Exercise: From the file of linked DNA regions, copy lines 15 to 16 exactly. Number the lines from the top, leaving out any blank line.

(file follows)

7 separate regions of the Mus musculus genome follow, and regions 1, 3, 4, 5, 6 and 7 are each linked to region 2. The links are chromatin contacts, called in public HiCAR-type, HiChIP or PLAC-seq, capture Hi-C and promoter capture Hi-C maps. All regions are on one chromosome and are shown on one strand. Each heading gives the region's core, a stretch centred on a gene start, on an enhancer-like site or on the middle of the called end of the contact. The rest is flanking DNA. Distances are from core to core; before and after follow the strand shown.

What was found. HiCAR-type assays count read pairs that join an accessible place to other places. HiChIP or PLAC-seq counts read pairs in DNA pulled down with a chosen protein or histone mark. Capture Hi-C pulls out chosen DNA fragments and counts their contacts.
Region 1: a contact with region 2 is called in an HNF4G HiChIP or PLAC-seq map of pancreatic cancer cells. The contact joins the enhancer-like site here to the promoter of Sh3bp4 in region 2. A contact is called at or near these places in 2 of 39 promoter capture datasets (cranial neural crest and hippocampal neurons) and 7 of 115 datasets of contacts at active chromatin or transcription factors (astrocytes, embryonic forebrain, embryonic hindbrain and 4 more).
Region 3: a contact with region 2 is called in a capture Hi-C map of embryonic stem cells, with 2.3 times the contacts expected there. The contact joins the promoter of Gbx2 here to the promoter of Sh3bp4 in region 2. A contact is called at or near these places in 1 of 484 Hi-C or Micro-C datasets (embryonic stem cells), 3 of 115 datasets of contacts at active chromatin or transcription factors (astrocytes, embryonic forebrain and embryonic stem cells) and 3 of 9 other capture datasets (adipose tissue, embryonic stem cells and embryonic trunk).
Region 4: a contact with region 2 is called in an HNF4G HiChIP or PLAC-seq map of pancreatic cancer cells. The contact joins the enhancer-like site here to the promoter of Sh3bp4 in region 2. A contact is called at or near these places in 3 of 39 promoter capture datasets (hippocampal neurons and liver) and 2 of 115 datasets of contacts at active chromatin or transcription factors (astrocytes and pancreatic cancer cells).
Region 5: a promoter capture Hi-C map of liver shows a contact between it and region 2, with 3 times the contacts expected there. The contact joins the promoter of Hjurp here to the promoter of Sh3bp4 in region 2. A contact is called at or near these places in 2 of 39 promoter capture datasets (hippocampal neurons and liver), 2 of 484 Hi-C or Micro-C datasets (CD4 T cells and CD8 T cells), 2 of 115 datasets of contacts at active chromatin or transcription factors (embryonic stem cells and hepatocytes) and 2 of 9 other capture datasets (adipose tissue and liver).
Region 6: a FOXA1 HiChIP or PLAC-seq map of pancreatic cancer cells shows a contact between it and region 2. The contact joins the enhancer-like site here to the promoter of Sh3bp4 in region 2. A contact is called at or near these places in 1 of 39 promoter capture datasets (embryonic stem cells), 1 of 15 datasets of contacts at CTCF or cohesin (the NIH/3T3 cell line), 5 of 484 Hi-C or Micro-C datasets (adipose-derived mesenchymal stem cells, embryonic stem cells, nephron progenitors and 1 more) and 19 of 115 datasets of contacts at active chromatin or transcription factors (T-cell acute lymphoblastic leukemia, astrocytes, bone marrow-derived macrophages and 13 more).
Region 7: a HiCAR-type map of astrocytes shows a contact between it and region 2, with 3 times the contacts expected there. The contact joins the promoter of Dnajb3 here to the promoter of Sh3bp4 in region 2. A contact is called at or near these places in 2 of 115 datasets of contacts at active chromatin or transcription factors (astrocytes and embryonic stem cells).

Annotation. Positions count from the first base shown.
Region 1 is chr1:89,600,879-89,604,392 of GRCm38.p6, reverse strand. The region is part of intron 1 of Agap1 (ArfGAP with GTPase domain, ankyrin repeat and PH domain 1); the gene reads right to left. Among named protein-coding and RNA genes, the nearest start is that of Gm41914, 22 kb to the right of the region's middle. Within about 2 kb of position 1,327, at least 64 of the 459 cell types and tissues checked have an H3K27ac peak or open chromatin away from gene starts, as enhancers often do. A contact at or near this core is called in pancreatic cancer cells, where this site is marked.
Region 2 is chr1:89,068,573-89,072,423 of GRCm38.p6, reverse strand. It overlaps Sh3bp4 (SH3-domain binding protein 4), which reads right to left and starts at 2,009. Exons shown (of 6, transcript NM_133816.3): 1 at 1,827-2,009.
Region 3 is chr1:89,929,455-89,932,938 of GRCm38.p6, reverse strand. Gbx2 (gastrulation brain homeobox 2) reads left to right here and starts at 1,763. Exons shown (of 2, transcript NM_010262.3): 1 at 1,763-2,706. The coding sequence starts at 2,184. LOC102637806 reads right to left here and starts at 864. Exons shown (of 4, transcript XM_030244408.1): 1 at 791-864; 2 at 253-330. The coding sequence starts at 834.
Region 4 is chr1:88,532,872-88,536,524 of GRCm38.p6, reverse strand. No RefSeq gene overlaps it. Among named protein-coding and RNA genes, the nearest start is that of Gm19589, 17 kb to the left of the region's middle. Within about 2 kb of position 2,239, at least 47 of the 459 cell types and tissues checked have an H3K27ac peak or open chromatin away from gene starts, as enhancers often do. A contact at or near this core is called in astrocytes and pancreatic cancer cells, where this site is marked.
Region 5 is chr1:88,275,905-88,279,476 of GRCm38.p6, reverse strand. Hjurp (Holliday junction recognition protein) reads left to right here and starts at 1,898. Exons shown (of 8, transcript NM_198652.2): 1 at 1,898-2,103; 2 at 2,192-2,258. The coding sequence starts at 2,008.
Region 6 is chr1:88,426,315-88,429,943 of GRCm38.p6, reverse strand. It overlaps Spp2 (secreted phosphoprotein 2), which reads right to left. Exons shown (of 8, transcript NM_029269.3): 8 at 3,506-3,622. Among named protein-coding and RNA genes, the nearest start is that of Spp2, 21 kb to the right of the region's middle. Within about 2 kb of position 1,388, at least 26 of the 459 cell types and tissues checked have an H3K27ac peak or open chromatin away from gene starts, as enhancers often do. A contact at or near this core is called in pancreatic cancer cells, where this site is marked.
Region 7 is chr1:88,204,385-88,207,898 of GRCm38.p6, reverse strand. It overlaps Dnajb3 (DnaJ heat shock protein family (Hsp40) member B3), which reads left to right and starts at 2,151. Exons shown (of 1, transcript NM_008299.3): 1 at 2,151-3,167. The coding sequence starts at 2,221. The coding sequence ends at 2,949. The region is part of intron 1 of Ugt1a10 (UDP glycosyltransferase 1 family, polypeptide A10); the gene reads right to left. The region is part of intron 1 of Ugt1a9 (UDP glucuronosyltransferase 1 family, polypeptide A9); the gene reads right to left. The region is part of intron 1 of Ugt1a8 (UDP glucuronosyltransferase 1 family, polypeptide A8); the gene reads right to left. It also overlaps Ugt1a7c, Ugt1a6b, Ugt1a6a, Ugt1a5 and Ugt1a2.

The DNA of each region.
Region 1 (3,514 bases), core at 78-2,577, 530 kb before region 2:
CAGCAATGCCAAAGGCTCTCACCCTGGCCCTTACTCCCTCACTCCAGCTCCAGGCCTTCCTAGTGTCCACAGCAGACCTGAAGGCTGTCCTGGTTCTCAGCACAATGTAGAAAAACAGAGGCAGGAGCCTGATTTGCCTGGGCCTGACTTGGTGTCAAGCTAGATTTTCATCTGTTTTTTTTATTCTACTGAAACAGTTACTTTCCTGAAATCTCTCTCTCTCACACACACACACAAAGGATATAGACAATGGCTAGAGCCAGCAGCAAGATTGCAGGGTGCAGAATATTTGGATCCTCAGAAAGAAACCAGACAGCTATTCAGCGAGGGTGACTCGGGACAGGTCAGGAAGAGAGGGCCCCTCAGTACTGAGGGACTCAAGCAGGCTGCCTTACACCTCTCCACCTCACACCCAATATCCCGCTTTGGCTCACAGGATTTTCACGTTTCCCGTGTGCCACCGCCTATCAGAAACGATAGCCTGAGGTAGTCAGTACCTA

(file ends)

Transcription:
Region 6 is chr1:88,426,315-88,429,943 of GRCm38.p6, reverse strand. It overlaps Spp2 (secreted phosphoprotein 2), which reads right to left. Exons shown (of 8, transcript NM_029269.3): 8 at 3,506-3,622. Among named protein-coding and RNA genes, the nearest start is that of Spp2, 21 kb to the right of the region's middle. Within about 2 kb of position 1,388, at least 26 of the 459 cell types and tissues checked have an H3K27ac peak or open chromatin away from gene starts, as enhancers often do. A contact at or near this core is called in pancreatic cancer cells, where this site is marked.
Region 7 is chr1:88,204,385-88,207,898 of GRCm38.p6, reverse strand. It overlaps Dnajb3 (DnaJ heat shock protein family (Hsp40) member B3), which reads left to right and starts at 2,151. Exons shown (of 1, transcript NM_008299.3): 1 at 2,151-3,167. The coding sequence starts at 2,221. The coding sequence ends at 2,949. The region is part of intron 1 of Ugt1a10 (UDP glycosyltransferase 1 family, polypeptide A10); the gene reads right to left. The region is part of intron 1 of Ugt1a9 (UDP glucuronosyltransferase 1 family, polypeptide A9); the gene reads right to left. The region is part of intron 1 of Ugt1a8 (UDP glucuronosyltransferase 1 family, polypeptide A8); the gene reads right to left. It also overlaps Ugt1a7c, Ugt1a6b, Ugt1a6a, Ugt1a5 and Ugt1a2.